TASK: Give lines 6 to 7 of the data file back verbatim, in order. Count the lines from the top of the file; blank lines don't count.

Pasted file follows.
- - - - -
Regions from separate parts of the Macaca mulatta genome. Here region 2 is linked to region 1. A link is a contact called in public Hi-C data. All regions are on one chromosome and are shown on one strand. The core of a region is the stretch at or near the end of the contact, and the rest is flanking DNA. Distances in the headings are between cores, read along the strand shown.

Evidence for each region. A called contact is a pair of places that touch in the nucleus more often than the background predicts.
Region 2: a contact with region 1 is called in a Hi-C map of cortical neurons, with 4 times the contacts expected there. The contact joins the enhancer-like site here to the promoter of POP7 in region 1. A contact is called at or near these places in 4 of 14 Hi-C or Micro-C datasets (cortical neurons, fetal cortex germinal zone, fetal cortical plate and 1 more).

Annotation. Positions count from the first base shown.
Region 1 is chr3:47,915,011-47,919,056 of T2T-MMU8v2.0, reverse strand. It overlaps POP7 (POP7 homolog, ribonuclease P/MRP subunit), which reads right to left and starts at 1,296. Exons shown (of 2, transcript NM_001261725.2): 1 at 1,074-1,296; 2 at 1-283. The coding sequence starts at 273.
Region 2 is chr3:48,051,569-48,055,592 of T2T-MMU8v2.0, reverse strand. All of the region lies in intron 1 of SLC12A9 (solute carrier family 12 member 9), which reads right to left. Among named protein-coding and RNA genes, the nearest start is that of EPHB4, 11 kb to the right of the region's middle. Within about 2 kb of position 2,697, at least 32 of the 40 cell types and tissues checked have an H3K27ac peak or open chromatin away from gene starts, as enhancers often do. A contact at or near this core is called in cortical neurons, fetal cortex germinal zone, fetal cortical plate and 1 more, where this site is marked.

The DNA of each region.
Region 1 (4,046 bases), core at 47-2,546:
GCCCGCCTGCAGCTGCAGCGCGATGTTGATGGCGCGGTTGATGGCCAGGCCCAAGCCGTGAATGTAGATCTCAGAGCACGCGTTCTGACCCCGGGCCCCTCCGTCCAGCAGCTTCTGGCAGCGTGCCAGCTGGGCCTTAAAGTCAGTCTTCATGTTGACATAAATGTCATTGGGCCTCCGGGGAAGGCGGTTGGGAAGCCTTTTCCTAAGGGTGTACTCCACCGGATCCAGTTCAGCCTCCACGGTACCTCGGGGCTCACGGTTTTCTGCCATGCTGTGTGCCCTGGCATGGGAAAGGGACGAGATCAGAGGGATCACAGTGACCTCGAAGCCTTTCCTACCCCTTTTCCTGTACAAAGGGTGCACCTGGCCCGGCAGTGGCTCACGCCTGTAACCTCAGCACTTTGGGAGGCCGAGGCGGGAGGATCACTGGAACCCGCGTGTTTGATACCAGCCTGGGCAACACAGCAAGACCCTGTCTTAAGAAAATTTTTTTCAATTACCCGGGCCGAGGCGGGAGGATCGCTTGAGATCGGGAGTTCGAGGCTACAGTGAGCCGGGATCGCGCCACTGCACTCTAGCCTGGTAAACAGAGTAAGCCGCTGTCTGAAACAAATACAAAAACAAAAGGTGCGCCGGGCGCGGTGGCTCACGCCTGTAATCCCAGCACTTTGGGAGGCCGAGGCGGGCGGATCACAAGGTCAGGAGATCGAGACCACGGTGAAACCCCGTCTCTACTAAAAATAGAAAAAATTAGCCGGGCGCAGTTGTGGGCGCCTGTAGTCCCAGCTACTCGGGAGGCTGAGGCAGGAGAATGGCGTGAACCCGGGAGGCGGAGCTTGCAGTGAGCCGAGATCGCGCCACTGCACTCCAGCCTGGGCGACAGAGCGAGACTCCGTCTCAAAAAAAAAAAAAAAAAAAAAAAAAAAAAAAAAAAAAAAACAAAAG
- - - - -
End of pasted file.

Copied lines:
Region 2 is chr3:48,051,569-48,055,592 of T2T-MMU8v2.0, reverse strand. All of the region lies in intron 1 of SLC12A9 (solute carrier family 12 member 9), which reads right to left. Among named protein-coding and RNA genes, the nearest start is that of EPHB4, 11 kb to the right of the region's middle. Within about 2 kb of position 2,697, at least 32 of the 40 cell types and tissues checked have an H3K27ac peak or open chromatin away from gene starts, as enhancers often do. A contact at or near this core is called in cortical neurons, fetal cortex germinal zone, fetal cortical plate and 1 more, where this site is marked.

The DNA of each region.